Next, create a fresh gpg key that you will share with GitHub Actions and only use for this project.
- For real name, you can use anything. For example, this repository uses "sbt-ci-release bot".
- For email, use your own email address
- For passphrase, generate a random password with a password manager
At the end you'll see output like this
pub rsa2048 2018-06-10 [SC] [expires: 2020-06-09] $LONG_ID uid $PROJECT_NAME bot <$EMAIL>
Take note of
$LONG_ID, make sure to replace this ID from the code examples
below. The ID will look something like (a)
6E8ED79B03AD527F1B281169D28FC818985732D9 or something like (b)
A4C9 75D9 9C05 E4C7 2163 4BBD ACA8 EB32 0BFE FE2C (in which case delete the
spaces to make it look like (a)). A command like this one should do:
# On UNIX LONG_ID=6E8ED79B03AD527F1B281169D28FC818985732D9 # On Windows set LONG_ID=6E8ED79B03AD527F1B281169D28FC818985732D9
Next, copy the public gpg signature
# macOS gpg --armor --export $LONG_ID | pbcopy # linux gpg --armor --export $LONG_ID | xclip # Windows gpg --armor --export %LONG_ID%
and post the signature to a keyserver: http://keyserver.ubuntu.com:11371/
- Select "Submit Key"
- Paste in the exported public key
- Click on "Submit Public Key".
Next, you'll need to declare four environment variables in your CI. Open the settings page for your CI provider.
Settings -> Secrets -> New repository secretto add each of the required variables as shown in the next figure:
When complete, your secrets settings should look like the following:
Make sure that "Build pushed branches" setting is enabled.
Add the following secrets:
PGP_PASSPHRASE: The randomly generated password you used to create a fresh gpg key. For Travis Only: If the password contains bash special characters, make sure to escape it by wrapping it in single quotes
'my?pa$$word', see Travis Environment Variables.
PGP_SECRET: The base64 encoded secret of your private key that you can export from the command line like here below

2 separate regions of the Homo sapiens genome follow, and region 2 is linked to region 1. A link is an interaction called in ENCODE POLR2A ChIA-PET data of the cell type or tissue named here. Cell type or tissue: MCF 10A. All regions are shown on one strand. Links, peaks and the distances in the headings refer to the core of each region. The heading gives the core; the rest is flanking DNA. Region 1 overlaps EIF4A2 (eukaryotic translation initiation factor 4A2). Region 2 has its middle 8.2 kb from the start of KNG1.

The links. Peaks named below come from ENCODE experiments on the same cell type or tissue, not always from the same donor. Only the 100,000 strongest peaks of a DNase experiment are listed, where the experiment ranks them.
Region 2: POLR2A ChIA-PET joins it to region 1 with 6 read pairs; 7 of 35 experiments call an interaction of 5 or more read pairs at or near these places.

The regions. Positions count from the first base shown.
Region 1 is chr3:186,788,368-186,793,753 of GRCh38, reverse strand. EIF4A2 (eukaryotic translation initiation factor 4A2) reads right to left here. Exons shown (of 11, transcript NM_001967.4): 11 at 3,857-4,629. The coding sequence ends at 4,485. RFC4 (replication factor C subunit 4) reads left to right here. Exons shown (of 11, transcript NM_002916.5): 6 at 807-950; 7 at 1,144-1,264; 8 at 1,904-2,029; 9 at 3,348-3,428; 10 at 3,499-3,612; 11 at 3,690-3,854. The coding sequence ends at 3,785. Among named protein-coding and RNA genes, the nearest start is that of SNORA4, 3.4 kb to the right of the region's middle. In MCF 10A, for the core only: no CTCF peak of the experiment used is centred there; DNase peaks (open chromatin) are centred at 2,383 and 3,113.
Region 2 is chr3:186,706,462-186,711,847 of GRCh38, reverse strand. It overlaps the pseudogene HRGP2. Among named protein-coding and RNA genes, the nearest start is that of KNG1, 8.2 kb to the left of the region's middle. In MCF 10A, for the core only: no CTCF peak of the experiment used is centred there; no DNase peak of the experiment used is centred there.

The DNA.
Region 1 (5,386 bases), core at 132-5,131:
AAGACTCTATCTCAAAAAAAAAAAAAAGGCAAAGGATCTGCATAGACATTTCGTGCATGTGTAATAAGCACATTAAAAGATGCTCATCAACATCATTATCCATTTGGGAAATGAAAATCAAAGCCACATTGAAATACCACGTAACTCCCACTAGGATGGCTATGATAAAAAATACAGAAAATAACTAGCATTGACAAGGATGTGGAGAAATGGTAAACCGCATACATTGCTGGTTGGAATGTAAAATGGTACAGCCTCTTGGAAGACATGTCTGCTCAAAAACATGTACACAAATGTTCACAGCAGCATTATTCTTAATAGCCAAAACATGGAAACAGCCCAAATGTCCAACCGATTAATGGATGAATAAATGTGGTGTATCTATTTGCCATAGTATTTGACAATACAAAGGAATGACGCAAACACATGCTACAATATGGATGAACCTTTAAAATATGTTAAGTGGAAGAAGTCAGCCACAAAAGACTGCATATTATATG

# macOS gpg --armor --export-secret-keys $LONG_ID | base64 | pbcopy # Ubuntu (assuming GNU base64) gpg --armor --export-secret-keys $LONG_ID | base64 -w0 | xclip # Arch gpg --armor --export-secret-keys $LONG_ID | base64 | sed -z 's;\n;;g' | xclip -selection clipboard -i # FreeBSD (assuming BSD base64) gpg --armor --export-secret-keys $LONG_ID | base64 | xclip # Windows gpg --armor --export-secret-keys %LONG_ID% | openssl base64
SONATYPE_PASSWORD: The password you use to log into https://s01.oss.sonatype.org/ (or https://oss.sonatype.org/ if your Sonatype account was created before February 2021). Alternatively, the password part of the user token if you generated one above. For Travis Only: If the password contains bash special characters, make sure to escape it by wrapping it in single quotes
'my?pa$$word', see Travis Environment Variables.
SONATYPE_USERNAME: The username you use to log into https://s01.oss.sonatype.org/ (or https://oss.sonatype.org/ if your Sonatype account was created before 2021). Alternatively, the name part of the user token if you generated one above.
CI_RELEASE: the command to publish all artifacts for stable releases. Defaults to
+publishSignedif not provided.
CI_SNAPSHOT_RELEASE: the command to publish all artifacts for a SNAPSHOT releases. Defaults to
+publishif not provided.
CI_SONATYPE_RELEASE: the command called to close and promote the staged repository. Useful when, for example, also dealing with non-sbt projects to change to
sonatypeReleaseAll. Defaults to
sonatypeBundleReleaseif not provided.
Run the following command to install the same